The Palang Chon Party team is introduced to
a large crowd at their party formation celebration in Bangsaen.
With the establishment of a new political party,
Chonburi’s powerful Kunplome family is hoping a visage of independence
from Thailand’s warring red and yellow factions will lead it to solid
wins in July’s national elections.
Sonthaya Kunplome, banned from politics for five years after serving as
a Tourism & Sports Minister in Thaksin Shinawatra’s disbanded Thai Rak
Thai Party, announced May 6 the formation of “Palang Chon,” or the
“Force of Chonburi” Party to a crowd of about 20,000 supporters.
As he cannot hold office again until at least the end of 2012, Sonthaya
said Chao Maneewong, former dean of Burapha University, will lead the
party, with the eldest Kunplome brother serving as “advisor.”
At the press conference in Bangsaen, Sonthaya said he hopes to see
Palang Chon win as many as 15 seats in the upcoming parliamentary
elections. The party will contest elections in Thailand’s east, north
and northeast, although most expect the party to gain most of its wins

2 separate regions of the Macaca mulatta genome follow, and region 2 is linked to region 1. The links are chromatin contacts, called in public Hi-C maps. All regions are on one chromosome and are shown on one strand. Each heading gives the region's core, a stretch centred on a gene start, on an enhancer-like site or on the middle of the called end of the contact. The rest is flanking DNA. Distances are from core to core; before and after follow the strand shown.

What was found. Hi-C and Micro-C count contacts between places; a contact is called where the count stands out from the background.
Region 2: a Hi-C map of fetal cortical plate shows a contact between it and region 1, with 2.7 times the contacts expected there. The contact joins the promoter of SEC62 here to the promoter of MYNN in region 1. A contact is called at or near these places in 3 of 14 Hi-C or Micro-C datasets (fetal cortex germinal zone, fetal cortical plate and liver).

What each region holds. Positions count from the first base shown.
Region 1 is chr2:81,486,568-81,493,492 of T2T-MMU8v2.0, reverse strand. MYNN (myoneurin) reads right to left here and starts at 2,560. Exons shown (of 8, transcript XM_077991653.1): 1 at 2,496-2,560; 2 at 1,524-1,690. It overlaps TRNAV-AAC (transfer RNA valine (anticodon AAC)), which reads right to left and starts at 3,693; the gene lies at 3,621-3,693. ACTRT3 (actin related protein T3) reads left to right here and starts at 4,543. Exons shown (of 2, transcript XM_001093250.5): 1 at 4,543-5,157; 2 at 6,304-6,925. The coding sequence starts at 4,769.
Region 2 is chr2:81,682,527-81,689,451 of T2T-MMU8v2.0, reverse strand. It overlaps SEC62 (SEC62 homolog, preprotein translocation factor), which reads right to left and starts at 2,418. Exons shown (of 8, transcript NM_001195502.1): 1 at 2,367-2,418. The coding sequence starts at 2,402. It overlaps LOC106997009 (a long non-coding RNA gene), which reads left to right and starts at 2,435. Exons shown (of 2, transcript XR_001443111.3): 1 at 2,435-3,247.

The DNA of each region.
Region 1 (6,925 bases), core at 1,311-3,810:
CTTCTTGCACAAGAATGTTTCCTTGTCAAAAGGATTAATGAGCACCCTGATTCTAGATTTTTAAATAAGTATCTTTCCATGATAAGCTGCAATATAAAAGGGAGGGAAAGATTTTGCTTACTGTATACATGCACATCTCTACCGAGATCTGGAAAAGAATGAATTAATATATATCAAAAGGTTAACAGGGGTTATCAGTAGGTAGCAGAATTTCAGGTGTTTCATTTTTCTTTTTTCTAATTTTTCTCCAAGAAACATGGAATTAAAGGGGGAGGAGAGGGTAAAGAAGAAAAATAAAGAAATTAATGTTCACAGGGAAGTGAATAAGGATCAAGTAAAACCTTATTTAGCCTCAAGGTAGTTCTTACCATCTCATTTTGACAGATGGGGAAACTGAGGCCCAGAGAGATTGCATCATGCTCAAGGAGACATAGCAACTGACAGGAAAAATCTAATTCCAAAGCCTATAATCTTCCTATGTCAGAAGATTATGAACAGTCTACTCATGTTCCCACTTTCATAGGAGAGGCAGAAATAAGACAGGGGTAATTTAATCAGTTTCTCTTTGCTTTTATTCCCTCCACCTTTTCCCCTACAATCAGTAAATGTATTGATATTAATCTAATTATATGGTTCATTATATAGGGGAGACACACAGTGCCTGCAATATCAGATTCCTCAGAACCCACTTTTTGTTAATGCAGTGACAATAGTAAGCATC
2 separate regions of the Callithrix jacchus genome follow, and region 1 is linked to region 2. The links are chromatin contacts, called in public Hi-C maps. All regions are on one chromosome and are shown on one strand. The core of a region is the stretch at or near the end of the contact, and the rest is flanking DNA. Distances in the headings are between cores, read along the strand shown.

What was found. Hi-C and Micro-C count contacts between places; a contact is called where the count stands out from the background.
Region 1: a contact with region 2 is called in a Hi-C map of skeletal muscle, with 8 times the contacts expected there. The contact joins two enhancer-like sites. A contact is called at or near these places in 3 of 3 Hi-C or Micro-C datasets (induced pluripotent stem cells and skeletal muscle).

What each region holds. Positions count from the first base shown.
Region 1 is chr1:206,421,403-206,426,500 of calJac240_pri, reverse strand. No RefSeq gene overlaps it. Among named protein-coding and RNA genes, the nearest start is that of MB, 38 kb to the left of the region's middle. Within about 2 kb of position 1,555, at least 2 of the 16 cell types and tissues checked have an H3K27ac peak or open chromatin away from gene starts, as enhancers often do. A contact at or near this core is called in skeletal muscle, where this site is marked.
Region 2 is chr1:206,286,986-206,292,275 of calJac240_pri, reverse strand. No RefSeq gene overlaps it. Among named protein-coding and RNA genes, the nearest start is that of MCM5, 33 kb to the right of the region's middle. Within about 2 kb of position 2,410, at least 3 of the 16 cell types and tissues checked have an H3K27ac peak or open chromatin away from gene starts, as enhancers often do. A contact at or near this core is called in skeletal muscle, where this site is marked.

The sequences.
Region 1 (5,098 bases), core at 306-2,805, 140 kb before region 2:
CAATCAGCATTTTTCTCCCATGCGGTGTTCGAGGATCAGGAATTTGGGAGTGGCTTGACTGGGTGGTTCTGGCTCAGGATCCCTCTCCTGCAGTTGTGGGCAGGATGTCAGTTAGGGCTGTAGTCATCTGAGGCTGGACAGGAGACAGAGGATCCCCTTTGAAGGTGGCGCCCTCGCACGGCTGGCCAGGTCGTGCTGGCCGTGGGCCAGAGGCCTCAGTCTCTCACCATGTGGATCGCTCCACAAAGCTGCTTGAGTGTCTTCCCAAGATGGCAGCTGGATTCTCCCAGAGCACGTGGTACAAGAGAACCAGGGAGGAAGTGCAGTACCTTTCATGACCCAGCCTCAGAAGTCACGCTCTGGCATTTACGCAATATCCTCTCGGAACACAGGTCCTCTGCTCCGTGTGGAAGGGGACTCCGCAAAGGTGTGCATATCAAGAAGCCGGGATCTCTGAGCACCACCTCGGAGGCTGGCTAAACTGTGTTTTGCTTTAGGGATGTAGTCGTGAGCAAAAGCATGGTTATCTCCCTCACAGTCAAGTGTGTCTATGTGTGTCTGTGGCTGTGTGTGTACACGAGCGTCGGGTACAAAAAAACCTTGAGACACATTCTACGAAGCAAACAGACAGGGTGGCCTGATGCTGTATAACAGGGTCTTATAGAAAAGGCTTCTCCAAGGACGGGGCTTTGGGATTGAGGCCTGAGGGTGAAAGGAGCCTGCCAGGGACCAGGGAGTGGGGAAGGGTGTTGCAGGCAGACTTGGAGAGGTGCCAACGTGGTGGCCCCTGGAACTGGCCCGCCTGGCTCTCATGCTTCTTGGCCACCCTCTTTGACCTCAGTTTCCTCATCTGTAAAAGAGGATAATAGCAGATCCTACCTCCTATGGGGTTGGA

in Chonburi, where his brothers Wittaya and Itthiphol are, respectively,
CEO of the Chonburi Administrative Organization and mayor of Pattaya.
In Chonburi, the party will put up candidates in all eight constituency
zones, including Sonthaya’s wife, Sukumol, in zone 6, which covers the
Banglamung/Pattaya district and Poramet Ngampichet contesting in zone 7.
Poramet is the son of Sansak Ngampichet, former health minister and
former chairman of the house committee on tourism and sports. Sansak was
also named as a party list candidate.
The party will also invite five members of the Social Action Party,
which was founded by Kukrit Pramoj in 1974, to join them. The party
advocates social conservatism, pro-free-enterprise fiscal policies, and
The Kunplome clan has been a force in Chonburi politics for four decades
with Somchai “Kamnan Poh” Kunplome fathering four sons who’ve gone on to
positions of power on the provincial and national political theatre.
The family has long maintained a position as a small faction of whatever
national party held power, but retained its local influence in large
part to its independent streak.